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Continuity and Closure

$f\colon M\to N$ is continuous iff for all $X\subset M$ we have that $f\left(\overline{X}\right)\subset\overline{f(X)}$.

I only proved $\implies$.

If $f$ is continuous then for any $X\subset M$,

$$X\subset f^{-1}[f(X)]\subset f^{-1}\left[\overline{f(X)}\right]=\overline{f^{-1}\left[\overline{f(X)}\right]}$$


$$\overline{X}\subset f^{-1}\left[\overline{f(X)}\right]\implies f\left(\overline{X}\right)\subset \overline{f(X)}.$$

The other side must be the same idea but I don't know why I can't prove it.

Added: With exactly same idea when I proved $\implies$ I did proved $\Longleftarrow$,

Let $F\subset N$ any closed set then:

$$f\left[f^{-1}(F)\right]\subset f\left[ \overline{f^{-1}(F)}\right]\subset \overline{f\left[ f^{-1}(F)\right]}\subset \overline{F}=F$$

in particular

$$f\left[ \overline{f^{-1}(F)}\right]\subset F\implies f^{-1}(F)\supset\overline{f^{-1}(F)}$$

then $f^{-1}(F)=\overline{f^{-1}(F)}$ and $f$ is continuous.

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marked as duplicate by Asaf Karagila, Zhen Lin, t.b., Chris Eagle, Martin Sleziak Jun 15 '12 at 7:51

This question has been asked before and already has an answer. If those answers do not fully address your question, please ask a new question.

Is this for all subsets $X$ of $M$? – ncmathsadist Jun 13 '12 at 23:13
Also, what are $M$ and $N$? Topological spaces? Metric spaces? Bound this discussion with some context. – ncmathsadist Jun 13 '12 at 23:15
@ncmathsadist Yes is it. And both are topological spaces. (general topology) tag. – Gastón Burrull Jun 13 '12 at 23:16
It looks like an exact duplicate, David. – ncmathsadist Jun 14 '12 at 0:26
up vote 8 down vote accepted

Suppose that $f$ is not continuous. Then there is a closed set $C\subseteq N$ such that $f^{-1}[C]$ is not closed in $M$. Let $X=f^{-1}[C]$. Since $X$ is not closed, there is some $p\in\operatorname{cl}X\setminus X$. Then $f(p)\in f[\operatorname{cl}X]$, but $f(p)\notin C\supseteq\operatorname{cl}f[X]$, so $f[\operatorname{cl}X]\nsubseteq\operatorname{cl}f[X]$.

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Thanks Brian you always make it all look easy. Could you tell me if my (edited) solution is right? – Gastón Burrull Jun 14 '12 at 3:17
@Brian. I was reading your proof, and I don't quite understand why $f(p) \notin C$ ? – Kamil Jul 25 at 12:19
@Kamil: $X=f^{-1}[C]=\{y\in M:f(y)\in C\}$; $p$ is not in $X$, so $f(p)$ cannot be in $C$. – Brian M. Scott Jul 25 at 19:52

First, a general fact about maps of sets: $$X \subseteq f^{-1} Y \iff f X \subseteq Y$$ Now, suppose for all $X$ in $M$ we have $f \overline{X} \subseteq \overline{f X}$. Let $Y$ be a closed subset of $N$ and let $X = f^{-1} Y$. A map $f : M \to N$ is continuous if and only if the preimage of every closed set is closed, so we need to show $X$ is closed. Clearly, $f X \subseteq Y$ and $X = f^{-1} f X$. Consider $\overline{X}$: we have $X \subseteq \overline{X}$, so $f X \subseteq f \overline{X} \subseteq \overline{f X} \subseteq Y$, hence $\overline{X} \subseteq f^{-1} Y = X$, i.e. $\overline{X} = X$.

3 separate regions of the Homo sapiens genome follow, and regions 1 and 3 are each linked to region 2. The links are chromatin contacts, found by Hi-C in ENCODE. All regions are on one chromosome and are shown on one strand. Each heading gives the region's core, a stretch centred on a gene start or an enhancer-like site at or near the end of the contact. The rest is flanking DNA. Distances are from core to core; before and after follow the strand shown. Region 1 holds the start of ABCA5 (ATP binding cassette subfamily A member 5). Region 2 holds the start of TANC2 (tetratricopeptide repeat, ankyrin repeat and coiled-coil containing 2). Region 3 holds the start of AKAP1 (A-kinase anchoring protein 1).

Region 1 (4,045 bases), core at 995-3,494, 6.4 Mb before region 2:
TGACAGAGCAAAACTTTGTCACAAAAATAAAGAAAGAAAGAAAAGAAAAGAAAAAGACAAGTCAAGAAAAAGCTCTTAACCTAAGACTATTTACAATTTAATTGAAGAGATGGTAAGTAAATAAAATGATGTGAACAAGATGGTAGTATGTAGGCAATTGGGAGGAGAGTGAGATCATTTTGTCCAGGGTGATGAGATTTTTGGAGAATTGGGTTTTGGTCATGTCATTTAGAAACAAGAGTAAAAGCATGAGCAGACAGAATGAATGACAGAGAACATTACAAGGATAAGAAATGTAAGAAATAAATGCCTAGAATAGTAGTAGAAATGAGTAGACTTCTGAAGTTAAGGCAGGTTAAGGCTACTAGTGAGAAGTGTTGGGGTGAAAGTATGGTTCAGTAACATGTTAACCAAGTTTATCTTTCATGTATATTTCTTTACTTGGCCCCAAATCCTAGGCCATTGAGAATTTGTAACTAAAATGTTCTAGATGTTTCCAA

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Thanks, your answer is good and simple. I've edited some mistakes. Can you see my edited answer that you was corrected before? – Gastón Burrull Jun 14 '12 at 3:53

Let $V\subset N$ be an open set around $f(x)$. Then its complement $V^c$ is closed. Let $U=cl({f^{-1}(V^c)})^c$. Then it is an open set. Because of the property of the function: $$ f(cl({f^{-1}(V^c)}))\subset cl(f({f^{-1}(V^c)}) \subset V^c $$ we see that $x\in U$, and that $f(U)\subset V$. Then f is continuous.

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Why do you say $\overline{f f^{-1} V^c} = V^c$? It is possible that $V^c \ne \emptyset$ but $f^{-1} V^c = \emptyset$, if $f$ is not surjective. – Zhen Lin Jun 13 '12 at 23:33
You are right, I changed it. – guaraqe Jun 13 '12 at 23:36
Nice answer! Thanks for your more basic approach. – Gastón Burrull Jun 14 '12 at 3:40

I think that I have the answer. Let $F\subset N$ any closed set then:

$$f\left[f^{-1}(F)\right]\subset f\left[ \overline{f^{-1}(F)}\right]\subset \overline{f\left[ f^{-1}(F)\right]}\subset \overline{F}=F$$

in particular

$$f\left[ \overline{f^{-1}(F)}\right]\subset F\implies f^{-1}(F)\supset\overline{f^{-1}(F)}$$

then $f^{-1}(F)=\overline{f^{-1}(F)}$ and $f$ is continuous.

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Your first containment is not true if $F$ does not lie in the image of $f$. – Zhen Lin Jun 13 '12 at 23:34
@ZhenLin You're right I've fixed. – Gastón Burrull Jun 13 '12 at 23:44
@ZhenLin am I right now? – Gastón Burrull Jun 14 '12 at 2:37
Not quite: $f\left[f^{-1}[F]\right]$ may not be $F$. But it’s a subset of $F$, so $\operatorname{cl}f\left[f^{-1}[F]\right]\subseteq\operatorname{cl}F=F$, and that’s good enough to make the rest of your argument work. – Brian M. Scott Jun 14 '12 at 4:09
Looks good now. – Brian M. Scott Jun 14 '12 at 4:24

Suppose $f$ is not continuous. Then for some $U$ open in $N,$ $f^{-1} (U)$ contains no neighborhood $N_x$ about some point $x\in f^{-1} (U).$ In other words, $N_x \cap M / f^{-1} (U) $ is nonempty for each $N_x,$ so that $x \in \overline{M / f^{-1} (U)}$ - thus $f(x) \in f(\overline{M / f^{-1} (U)} ).$ However, $\overline{ f( M / f^{-1} (U) )} \subset \overline{N / U} = N/U,$ and $x\notin N/U.$ Thus $f(\overline{M / f^{-1} (U)} )$ is not contained in $\overline{ f( M / f^{-1} (U) )}.$

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Good answer thanks, but I edited a mistake. – Gastón Burrull Jun 14 '12 at 4:16

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